Just as we can look into the past to see the cause of suffering, we can also look into the future for the purpose of suffering. The latter three models do exactly just that: the divine plan model (model #4), test view (model #5), the moral quality view (model #6). I can group them as “teleological” models, because telos means purpose. The divine plan model argues that suffering is all part of God’s plan. God’s plan is good, but it is so complex encompassing all peoples and all times, such that we don’t always understand His reasons. From the divine plan, one can logically derive the two other models. First, it is part of God’s plan (model #4) to allow suffering, to test our character and our faith in Him (model #5). Why? Well because bad circumstances provide us the opportunity to exercise our faith, be courageous, and even do great things (i.e medical staff at the front line during this COVID-19 pandemic). In other words, suffering is nothing but a challenge for us in working out our faith, our virtues (model #6).

Overall, the three ontological and three teleological models provide us with multiple answers both in themselves but also in hybrid forms (combining parts of different models for specific situations). This is why the scriptures have been an endless resource for peoples of faith in their times of tribulation. But having gone through all six models briefly, you may wonder: so does that mean we have answered the theodicy question? Well not really, because there are three major issues with the aforementioned models:

  1. Some of these models overlap (divine plan & test view), while some of these models are in opposition (Devil and divine plan), which implies my next point below.
  2. Not all models are applicable to every scenario simultaneously. For example, it would be detestable to tell a rape victim that their suffering is part of God’s plan.
  3. Thus, we don’t know which model is relevant to a particular scenario. Sometimes it becomes more clear in retrospect, but often times never.

It is precisely because of this third issue, that Tom Wright correctly urges us to lament. It is difficult to discern the cause or purpose behind suffering. One tends to gravitate towards ontological models when it is a moral evil, because the source of suffering can be found. Then one tends to gravitate towards the teleological models when it is natural evil, because there is lack of agency in natural disasters. Most, following the footsteps of Paul, have tried to synthesize both ontological and teleological aspects of the various theodicy model. Going back to the end of Romans 8, Paul says God promises glory in the end of suffering, thus suffering and glory in all creation creates, what Michael J. Gorman calls, a cruciform structure in his Inhabiting the Cruciform God (2009) and more recently, Participating in Christ (2019).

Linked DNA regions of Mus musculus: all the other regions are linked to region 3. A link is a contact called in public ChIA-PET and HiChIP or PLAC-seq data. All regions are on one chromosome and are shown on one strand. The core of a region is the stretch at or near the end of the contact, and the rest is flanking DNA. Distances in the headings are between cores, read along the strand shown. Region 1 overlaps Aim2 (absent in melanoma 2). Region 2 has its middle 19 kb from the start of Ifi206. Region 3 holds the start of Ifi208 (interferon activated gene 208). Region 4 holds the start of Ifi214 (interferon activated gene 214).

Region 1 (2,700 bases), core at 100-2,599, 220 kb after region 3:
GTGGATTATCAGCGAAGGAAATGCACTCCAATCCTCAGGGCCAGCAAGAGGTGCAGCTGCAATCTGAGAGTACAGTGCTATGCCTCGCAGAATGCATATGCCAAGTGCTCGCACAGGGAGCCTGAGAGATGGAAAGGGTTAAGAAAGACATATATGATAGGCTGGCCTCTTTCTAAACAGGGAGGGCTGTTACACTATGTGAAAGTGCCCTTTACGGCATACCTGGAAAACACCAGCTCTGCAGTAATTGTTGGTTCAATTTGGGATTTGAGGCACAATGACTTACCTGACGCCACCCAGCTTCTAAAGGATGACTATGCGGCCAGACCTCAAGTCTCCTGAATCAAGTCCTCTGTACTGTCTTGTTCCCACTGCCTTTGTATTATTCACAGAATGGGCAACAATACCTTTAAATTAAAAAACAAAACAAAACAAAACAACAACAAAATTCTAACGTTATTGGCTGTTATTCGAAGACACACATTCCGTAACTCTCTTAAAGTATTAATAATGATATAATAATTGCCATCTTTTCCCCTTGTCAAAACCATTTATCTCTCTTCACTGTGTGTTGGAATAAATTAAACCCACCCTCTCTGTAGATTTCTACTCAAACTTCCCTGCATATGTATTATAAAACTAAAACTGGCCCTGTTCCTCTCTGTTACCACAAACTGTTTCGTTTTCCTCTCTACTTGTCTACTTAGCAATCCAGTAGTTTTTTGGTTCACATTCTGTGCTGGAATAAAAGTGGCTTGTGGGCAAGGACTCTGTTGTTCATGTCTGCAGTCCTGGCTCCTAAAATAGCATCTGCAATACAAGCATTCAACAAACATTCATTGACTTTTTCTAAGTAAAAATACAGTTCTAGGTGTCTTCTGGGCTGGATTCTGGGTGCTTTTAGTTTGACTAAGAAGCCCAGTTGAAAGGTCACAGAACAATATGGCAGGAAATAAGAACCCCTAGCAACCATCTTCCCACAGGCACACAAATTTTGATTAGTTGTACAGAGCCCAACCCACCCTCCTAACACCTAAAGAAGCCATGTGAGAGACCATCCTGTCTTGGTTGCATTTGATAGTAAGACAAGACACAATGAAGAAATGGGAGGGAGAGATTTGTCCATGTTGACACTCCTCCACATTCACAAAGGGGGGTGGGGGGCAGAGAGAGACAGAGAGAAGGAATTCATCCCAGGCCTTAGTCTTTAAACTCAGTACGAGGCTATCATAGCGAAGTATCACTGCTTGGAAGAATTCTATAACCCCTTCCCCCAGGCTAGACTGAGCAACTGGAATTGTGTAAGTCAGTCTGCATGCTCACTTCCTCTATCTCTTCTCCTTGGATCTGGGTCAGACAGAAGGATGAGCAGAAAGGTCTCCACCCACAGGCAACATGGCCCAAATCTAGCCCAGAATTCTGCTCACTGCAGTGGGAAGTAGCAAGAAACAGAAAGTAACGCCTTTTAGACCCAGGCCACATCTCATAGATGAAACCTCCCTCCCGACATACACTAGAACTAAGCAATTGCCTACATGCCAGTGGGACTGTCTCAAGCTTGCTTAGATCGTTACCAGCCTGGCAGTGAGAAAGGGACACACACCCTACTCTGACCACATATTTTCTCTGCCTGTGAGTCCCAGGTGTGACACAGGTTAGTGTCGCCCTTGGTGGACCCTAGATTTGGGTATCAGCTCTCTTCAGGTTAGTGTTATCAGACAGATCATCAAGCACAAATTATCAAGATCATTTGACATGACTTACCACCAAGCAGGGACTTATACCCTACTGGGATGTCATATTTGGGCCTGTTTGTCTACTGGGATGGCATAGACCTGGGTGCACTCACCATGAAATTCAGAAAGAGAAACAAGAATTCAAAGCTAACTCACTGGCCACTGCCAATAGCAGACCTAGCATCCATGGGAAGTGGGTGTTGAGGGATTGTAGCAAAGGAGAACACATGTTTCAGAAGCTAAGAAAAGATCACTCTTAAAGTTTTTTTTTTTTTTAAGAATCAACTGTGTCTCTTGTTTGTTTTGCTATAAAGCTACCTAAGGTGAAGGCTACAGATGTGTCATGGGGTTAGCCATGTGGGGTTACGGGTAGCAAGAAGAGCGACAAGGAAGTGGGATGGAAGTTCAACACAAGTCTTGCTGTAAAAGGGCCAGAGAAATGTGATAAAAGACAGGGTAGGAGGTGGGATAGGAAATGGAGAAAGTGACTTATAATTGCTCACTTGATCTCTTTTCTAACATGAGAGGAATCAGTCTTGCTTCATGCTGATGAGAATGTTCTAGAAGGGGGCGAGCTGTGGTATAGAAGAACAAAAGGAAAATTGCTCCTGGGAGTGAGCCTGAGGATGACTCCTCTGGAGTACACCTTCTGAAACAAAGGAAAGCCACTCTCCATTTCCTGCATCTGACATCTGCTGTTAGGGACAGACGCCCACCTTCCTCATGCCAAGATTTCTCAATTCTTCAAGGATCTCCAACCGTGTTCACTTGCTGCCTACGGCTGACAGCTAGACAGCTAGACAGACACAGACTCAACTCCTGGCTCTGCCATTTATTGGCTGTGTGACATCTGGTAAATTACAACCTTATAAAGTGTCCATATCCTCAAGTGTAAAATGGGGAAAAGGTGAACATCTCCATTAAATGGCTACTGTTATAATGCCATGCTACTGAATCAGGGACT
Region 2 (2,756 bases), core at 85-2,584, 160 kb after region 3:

Tom Wright, Biblical scholars, and theologians are well aware of these complexities. His more extensive treatment of theodicy can be found in his book, Evil and the Justice of God (2013). But in a short article, Tom Wright, like many pastors, cannot confuse those in suffering with a theological model, let alone six and their combinations! This is why as pastors, it is easier for us to just talk about our favorite model in a Sunday sermon. Though practical, it could be misleading. But in the end, if we were to ask WWJD – What Would Jesus Do? Jesus Himself never had a theodicy discussion with His disciples before healing someone. He simply helped those in suffering.  So should we.

About Arvin Gouw Ph.D.
Arvin Gouw, Ph.D. is an instructor at Stanford University School of Medicine and affiliate faculty at the Center for Science, Religion, and Culture of Harvard University School of Divinity. Prior to Stanford and Harvard, he did his fellowship on science and religion at Princeton Theological Seminary. He received his doctorate from Johns Hopkins University School of Medicine, master's degrees in philosophy from University of Pennsylvania, in theology from St. Mary’s Seminary’s Ecumenical Institute of Theology, and in neuroscience from UC Berkeley. He is co-editing a book with Ted Peters, Transhumanism and its religious critics with Lexington Press. You can read more about the author here.